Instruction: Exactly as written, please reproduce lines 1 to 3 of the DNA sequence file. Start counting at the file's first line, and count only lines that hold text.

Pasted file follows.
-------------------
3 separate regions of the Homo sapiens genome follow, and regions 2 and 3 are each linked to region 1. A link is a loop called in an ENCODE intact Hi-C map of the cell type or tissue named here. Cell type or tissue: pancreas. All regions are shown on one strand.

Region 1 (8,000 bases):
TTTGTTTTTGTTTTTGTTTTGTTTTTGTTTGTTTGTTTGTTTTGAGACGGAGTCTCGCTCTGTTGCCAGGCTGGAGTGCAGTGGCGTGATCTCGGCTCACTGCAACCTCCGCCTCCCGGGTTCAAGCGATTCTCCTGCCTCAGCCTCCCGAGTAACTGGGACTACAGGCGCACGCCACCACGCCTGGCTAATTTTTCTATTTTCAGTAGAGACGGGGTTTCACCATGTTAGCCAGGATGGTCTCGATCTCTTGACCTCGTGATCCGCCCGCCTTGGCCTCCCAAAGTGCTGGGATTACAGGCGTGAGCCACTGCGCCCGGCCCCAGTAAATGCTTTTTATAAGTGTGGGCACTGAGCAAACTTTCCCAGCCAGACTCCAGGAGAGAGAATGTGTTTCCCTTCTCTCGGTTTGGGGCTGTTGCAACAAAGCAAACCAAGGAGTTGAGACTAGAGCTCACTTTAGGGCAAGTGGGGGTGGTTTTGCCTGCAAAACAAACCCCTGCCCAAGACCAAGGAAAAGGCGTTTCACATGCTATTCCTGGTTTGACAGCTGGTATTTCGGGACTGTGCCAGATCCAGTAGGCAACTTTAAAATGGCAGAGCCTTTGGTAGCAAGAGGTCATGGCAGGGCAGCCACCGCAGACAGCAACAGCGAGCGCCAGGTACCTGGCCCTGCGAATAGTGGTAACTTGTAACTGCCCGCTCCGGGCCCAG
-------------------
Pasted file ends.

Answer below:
3 separate regions of the Homo sapiens genome follow, and regions 2 and 3 are each linked to region 1. A link is a loop called in an ENCODE intact Hi-C map of the cell type or tissue named here. Cell type or tissue: pancreas. All regions are shown on one strand.

Region 1 (8,000 bases):
TTTGTTTTTGTTTTTGTTTTGTTTTTGTTTGTTTGTTTGTTTTGAGACGGAGTCTCGCTCTGTTGCCAGGCTGGAGTGCAGTGGCGTGATCTCGGCTCACTGCAACCTCCGCCTCCCGGGTTCAAGCGATTCTCCTGCCTCAGCCTCCCGAGTAACTGGGACTACAGGCGCACGCCACCACGCCTGGCTAATTTTTCTATTTTCAGTAGAGACGGGGTTTCACCATGTTAGCCAGGATGGTCTCGATCTCTTGACCTCGTGATCCGCCCGCCTTGGCCTCCCAAAGTGCTGGGATTACAGGCGTGAGCCACTGCGCCCGGCCCCAGTAAATGCTTTTTATAAGTGTGGGCACTGAGCAAACTTTCCCAGCCAGACTCCAGGAGAGAGAATGTGTTTCCCTTCTCTCGGTTTGGGGCTGTTGCAACAAAGCAAACCAAGGAGTTGAGACTAGAGCTCACTTTAGGGCAAGTGGGGGTGGTTTTGCCTGCAAAACAAACCCCTGCCCAAGACCAAGGAAAAGGCGTTTCACATGCTATTCCTGGTTTGACAGCTGGTATTTCGGGACTGTGCCAGATCCAGTAGGCAACTTTAAAATGGCAGAGCCTTTGGTAGCAAGAGGTCATGGCAGGGCAGCCACCGCAGACAGCAACAGCGAGCGCCAGGTACCTGGCCCTGCGAATAGTGGTAACTTGTAACTGCCCGCTCCGGGCCCAG